Video report by ITV News Political Correspondent Paul Brand
England's education secretary has admitted the A-level moderation system was "unfair" after announcing all students would be given their predicted grades.
Speaking after announcing the U-turn, Gavin Williamson said he realised over the weekend there were “unfairnesses” within the grades system and said "it was the right thing to act."
Mr Williamson said he "constantly asked for reassurance about the fairness of the system.
“Fairness to make sure that children from the most disadvantaged backgrounds didn’t suffer, make sure that children from ethnic minority backgrounds are not in a situation where they were unfairly downgraded.
“And as we got the results we always understandably ask for that reassurance and that confirmation that this has been done fairly and in the best interests of students,” he said.
“But at the weekend, as more evidence came in, it was clear that we needed to act. That’s what we have done.”
Following criticism from students, headteachers and a backlash by Tory MPs, grades will now be based on teachers’ assessments rather than the controversial algorithm devised by regulator Ofqual.
A temporary cap on the number of places that universities can offer to students has been lifted in the wake of the fiasco.
Prime Minister Boris Johnson and Mr Williamson had previously defended the “robust” and “dependable” system, which saw almost 40% of grades reduced from teachers’ predictions.
Mr Johnson, who is on holiday in Scotland, held crisis talks with Mr Williamson and senior officials on Monday morning.
The change will also apply to GCSE results in England, which are due to be released on Thursday.
The process had been particularly criticised for hitting children from disadvantaged backgrounds worse.
The algorithm used to replace exams marked pupils from lower socioeconomic backgrounds more harshly than students from non-disadvantaged backgrounds.
In an interview, the education secretary said the gxovernment had sought reassurances that the exam results were done in the best interests of students.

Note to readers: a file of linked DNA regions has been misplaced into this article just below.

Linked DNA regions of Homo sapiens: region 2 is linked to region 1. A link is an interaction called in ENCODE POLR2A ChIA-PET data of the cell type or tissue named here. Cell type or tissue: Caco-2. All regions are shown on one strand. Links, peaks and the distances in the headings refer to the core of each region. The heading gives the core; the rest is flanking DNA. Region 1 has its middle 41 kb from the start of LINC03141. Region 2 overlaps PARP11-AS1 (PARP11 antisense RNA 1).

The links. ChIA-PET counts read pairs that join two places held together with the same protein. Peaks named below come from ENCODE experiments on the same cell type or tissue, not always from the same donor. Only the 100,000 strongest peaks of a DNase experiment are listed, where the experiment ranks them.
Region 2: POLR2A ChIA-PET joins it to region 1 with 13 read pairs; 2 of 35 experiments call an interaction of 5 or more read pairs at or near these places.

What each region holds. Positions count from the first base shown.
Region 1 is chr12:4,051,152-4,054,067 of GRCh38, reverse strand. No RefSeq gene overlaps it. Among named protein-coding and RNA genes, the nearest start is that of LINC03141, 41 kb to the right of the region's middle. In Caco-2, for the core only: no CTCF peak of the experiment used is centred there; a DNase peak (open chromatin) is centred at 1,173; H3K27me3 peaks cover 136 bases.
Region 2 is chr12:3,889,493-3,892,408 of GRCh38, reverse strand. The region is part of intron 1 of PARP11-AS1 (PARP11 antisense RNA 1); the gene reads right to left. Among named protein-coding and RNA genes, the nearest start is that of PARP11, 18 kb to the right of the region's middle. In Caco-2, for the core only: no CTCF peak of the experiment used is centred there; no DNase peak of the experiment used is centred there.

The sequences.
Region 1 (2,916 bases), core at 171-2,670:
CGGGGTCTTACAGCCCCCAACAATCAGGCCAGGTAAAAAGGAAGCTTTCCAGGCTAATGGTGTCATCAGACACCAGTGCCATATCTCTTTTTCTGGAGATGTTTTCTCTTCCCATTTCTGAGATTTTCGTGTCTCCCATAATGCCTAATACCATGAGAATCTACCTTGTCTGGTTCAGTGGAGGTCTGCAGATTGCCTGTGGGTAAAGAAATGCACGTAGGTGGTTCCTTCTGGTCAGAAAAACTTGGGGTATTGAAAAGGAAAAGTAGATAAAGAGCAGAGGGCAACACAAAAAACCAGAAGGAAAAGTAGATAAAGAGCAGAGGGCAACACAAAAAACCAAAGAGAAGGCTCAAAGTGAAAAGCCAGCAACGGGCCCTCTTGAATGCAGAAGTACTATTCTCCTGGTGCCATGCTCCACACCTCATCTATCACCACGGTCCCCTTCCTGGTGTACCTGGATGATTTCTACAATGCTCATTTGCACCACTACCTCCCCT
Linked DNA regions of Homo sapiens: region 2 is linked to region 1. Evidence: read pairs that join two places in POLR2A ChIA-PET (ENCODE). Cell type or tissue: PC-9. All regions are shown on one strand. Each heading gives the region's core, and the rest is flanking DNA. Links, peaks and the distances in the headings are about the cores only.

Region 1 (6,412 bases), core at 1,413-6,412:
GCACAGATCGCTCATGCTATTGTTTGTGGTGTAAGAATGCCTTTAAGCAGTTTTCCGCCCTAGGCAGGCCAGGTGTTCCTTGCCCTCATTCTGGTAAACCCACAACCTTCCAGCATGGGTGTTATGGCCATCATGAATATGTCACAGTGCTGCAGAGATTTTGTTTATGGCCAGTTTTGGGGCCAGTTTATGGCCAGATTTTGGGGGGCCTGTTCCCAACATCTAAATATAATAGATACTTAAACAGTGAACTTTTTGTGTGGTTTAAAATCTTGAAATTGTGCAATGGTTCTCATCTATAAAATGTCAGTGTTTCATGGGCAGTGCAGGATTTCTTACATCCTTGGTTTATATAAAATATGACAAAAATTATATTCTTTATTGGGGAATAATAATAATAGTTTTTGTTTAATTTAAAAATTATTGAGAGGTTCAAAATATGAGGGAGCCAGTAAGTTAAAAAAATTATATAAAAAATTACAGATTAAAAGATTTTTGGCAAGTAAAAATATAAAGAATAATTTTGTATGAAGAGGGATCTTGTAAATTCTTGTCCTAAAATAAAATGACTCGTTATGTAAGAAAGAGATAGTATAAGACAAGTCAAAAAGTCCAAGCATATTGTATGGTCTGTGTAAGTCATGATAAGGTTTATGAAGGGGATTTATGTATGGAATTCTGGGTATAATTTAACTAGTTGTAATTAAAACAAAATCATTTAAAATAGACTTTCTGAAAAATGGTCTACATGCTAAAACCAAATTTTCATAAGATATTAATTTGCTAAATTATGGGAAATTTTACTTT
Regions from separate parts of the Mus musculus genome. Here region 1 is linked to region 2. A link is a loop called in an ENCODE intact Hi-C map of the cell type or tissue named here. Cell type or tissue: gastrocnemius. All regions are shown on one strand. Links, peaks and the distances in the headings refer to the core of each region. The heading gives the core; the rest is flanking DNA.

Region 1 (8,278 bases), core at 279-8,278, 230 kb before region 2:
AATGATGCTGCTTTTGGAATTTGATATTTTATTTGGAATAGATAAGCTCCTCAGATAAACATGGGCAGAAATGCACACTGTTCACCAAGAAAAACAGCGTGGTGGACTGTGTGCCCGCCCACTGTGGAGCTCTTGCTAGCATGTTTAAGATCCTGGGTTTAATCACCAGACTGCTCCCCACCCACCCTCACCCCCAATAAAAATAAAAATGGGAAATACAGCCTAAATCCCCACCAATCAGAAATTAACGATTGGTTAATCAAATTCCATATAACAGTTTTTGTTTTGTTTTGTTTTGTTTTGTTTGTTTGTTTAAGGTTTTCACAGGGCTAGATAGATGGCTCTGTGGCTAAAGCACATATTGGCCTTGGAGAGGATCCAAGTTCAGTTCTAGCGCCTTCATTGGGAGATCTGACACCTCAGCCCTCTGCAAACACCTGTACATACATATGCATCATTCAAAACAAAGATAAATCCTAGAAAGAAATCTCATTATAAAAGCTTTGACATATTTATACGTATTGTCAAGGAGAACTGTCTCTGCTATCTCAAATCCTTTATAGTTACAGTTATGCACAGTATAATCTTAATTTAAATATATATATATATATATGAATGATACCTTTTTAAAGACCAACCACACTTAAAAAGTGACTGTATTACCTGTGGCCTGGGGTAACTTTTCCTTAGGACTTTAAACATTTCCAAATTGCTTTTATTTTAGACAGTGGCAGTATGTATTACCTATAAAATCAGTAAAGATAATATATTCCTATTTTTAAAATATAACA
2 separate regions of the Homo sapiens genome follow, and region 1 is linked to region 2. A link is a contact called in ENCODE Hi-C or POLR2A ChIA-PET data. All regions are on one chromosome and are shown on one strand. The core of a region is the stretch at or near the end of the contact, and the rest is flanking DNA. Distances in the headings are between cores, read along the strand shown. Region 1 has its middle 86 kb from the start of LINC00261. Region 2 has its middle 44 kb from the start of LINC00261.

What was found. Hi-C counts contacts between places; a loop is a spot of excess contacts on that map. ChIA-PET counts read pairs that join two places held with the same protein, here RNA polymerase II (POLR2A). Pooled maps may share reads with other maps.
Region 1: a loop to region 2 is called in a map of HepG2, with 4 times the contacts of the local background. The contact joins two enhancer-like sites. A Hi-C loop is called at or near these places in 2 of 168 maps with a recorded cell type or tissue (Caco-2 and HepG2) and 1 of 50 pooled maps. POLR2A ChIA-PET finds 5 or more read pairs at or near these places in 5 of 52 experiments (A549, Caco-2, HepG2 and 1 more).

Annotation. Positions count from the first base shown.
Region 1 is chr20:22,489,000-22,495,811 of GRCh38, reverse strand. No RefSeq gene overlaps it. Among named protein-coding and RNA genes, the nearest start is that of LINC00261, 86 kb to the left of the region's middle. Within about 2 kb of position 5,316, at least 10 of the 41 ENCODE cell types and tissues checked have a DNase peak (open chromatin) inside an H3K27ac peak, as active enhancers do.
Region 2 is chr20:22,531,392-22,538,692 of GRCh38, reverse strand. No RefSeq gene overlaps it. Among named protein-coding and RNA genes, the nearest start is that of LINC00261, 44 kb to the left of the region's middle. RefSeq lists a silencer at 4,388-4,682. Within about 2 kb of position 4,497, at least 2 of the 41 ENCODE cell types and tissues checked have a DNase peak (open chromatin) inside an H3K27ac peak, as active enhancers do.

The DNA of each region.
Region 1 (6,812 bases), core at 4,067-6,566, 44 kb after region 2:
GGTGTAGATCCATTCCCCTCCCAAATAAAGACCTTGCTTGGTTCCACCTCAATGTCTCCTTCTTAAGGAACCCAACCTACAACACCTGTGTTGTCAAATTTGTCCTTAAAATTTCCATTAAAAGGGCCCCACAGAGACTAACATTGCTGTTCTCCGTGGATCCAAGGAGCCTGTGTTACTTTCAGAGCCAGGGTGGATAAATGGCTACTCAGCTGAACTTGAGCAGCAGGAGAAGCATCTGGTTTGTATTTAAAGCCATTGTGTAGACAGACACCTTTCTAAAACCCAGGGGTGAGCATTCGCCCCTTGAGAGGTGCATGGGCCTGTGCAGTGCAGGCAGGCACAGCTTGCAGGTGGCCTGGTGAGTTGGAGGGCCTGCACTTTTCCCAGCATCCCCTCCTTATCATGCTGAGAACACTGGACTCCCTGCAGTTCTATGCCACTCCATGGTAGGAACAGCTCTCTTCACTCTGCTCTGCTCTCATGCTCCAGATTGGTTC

Mr Williamson did not categorically confirm whether he retains confidence in Ofqual, but said the body had worked “incredibly hard” to ensure fairness.
Ofqual chairman Roger Taylor apologised for the “uncertainty and anxiety” caused by the fiasco.
Students who were awarded a higher grade by the moderation process will be allowed to keep it, but for many pupils, their teachers’ predictions could see their grades increased.
Student Lina Asaah told ITV News: "I feel really tired after everything we’ve gone through these last five days, I didn’t think it needed to take this long to reach this decision, so many extreme measures had to be taken.
"It has a long way to go to rebuilding faith and trust in the government but I’m really happy with today’s result at least."
Her father Ebenezer Asaah said he has another daughter waiting for her GCSE results on Thursday, so Monday's u-turn was welcome news for his family.
"I am over the moon," he told ITV News.
"The news is... I am so, so, so happy, trust me I am over the moon, I am probably going to celebrate tonight.
"It’s been a good fight and I’m really proud of her."
Asked why the climbdown had been made, Ofqual chairman Roger Taylor said: “What changed was seeing the experience of young people receiving grades and being distressed at the need to then go and appeal grades where they felt they were wrong.
“This was causing anxiety for young people, it was putting an administrative burden on teachers at a time when they needed to be preparing for a new school term.
“Seeing this we realised we had taken the wrong road here and we needed to change course.”
He also said the latest decision would not apply to BTECs.
Labour leader Sir Keir Starmer, who said last week "nothing should be ruled out" including a following Scotland's climbdown, in order to resolve the problem, said on Monday: "It's right that the government has finally made this U-turn but you can't mask the frustration and anger and distress that this has caused thousands of young people and their families and so yet again what we're seeing is a government that is slow and incompetent.
"This should have been thought through from the start - this problem has been there for months and the government hasn't sorted it out.